The California Privacy Rights Act, which is posted online, addresses restrictions on data gathering, requirements for disclosure to consumers, and details about opting out of the data gathering.
Public- and private-sector IT executives shared ideas on generative AI, AI in general and what’s next at the recent California Government Innovation Summit.
State lawmakers have approved the Delete Act, which would allow consumers, with a single request, to have every data broker delete their personal information.
“These companies know more about us than we know about ourselves, and they’re the ones in control of our personal information, not us,” said Justin Kloczko of the advocacy group Consumer Watchdog.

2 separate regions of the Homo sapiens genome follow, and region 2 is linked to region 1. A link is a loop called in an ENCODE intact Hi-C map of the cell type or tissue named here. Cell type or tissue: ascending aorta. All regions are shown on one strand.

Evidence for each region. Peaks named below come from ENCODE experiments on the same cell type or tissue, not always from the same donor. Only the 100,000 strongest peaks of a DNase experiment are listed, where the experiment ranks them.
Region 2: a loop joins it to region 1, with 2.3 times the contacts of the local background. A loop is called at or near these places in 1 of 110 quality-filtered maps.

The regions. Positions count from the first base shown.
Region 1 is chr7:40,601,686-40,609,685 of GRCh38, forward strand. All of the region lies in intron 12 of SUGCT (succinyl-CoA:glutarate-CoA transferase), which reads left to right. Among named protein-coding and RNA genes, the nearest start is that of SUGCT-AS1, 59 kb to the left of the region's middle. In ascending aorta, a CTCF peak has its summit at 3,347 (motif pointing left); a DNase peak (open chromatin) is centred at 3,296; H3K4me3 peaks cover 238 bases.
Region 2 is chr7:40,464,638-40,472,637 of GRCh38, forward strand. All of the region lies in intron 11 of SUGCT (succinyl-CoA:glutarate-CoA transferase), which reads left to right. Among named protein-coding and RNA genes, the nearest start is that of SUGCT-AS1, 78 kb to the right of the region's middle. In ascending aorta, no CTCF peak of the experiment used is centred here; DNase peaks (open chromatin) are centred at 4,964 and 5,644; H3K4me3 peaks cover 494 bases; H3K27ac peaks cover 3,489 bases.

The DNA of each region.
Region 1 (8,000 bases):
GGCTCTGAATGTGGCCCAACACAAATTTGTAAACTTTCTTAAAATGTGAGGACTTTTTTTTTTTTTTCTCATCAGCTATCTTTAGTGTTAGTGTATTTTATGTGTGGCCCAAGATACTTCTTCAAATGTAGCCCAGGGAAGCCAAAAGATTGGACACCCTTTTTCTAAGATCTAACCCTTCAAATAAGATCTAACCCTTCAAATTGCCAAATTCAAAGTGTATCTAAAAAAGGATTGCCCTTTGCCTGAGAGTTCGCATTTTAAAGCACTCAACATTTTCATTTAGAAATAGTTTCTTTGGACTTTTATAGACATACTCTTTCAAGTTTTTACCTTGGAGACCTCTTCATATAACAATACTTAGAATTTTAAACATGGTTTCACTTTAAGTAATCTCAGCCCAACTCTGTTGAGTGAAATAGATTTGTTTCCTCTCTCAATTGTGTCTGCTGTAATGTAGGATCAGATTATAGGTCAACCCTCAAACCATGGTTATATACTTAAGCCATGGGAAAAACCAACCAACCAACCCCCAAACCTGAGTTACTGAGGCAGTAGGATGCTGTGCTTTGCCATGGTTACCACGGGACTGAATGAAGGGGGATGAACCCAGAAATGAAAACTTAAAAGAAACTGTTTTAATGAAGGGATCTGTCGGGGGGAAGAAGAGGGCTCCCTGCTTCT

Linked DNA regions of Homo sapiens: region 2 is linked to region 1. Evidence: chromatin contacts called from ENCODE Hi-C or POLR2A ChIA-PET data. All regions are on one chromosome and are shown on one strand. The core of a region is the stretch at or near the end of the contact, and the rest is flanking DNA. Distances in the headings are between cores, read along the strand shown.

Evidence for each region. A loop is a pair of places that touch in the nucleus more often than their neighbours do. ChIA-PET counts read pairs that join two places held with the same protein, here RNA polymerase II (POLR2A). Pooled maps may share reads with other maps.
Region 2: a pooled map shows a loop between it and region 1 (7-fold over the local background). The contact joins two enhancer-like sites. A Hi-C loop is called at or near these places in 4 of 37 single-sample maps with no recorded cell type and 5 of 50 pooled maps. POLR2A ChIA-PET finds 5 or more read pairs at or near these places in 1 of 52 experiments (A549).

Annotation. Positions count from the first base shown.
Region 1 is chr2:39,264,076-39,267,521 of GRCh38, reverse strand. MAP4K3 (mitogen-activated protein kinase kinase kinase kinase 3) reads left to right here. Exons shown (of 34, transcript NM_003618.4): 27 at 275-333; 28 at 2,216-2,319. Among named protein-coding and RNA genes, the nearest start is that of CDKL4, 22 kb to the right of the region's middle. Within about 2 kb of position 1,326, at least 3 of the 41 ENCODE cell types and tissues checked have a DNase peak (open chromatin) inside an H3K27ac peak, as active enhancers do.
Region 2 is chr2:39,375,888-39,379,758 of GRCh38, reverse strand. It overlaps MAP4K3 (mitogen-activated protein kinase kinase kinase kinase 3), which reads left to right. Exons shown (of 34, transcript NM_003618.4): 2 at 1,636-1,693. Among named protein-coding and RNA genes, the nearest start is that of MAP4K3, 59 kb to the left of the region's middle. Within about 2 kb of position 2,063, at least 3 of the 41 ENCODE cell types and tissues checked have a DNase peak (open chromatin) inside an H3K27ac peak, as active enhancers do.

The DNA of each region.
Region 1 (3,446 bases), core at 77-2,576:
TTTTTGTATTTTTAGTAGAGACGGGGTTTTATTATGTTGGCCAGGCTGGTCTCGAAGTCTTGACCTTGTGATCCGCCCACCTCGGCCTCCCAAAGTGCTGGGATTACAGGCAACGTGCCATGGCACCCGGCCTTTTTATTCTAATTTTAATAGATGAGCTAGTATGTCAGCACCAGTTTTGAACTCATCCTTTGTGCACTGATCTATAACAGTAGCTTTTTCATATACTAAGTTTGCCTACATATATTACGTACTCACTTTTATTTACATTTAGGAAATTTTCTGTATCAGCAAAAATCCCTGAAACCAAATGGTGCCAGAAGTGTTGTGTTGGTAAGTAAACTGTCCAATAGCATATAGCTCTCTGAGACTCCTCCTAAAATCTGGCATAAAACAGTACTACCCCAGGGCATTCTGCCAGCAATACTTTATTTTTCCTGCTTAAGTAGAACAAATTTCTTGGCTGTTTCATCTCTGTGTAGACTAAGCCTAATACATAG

The draft language was presented this month by the California Privacy Protection Agency, but tech industry lobbyists are protesting, saying the proposed regulations could end up limiting technology as ordinary as Excel spreadsheets.
The California Privacy Protection Agency is recruiting for a deputy executive director, who will also serve as the agency’s chief deputy director.
The stakes are high: The rules under consideration will determine corporate access to lucrative personal information about people. No other state, nor the federal government, has an agency devoted solely to enforcing privacy laws.
“The CIO organizes, directs, and evaluates the activities of IT staff and contractors,” the job posting says. “A key focus is supporting the agency in achieving strategic and tactical outcomes through the interactions between architecture, projects, vendors, and state teams.”
The California departments of Finance and Veterans Affairs, and the new California Privacy Protection Agency are seeking to hire IT managers and a deputy director.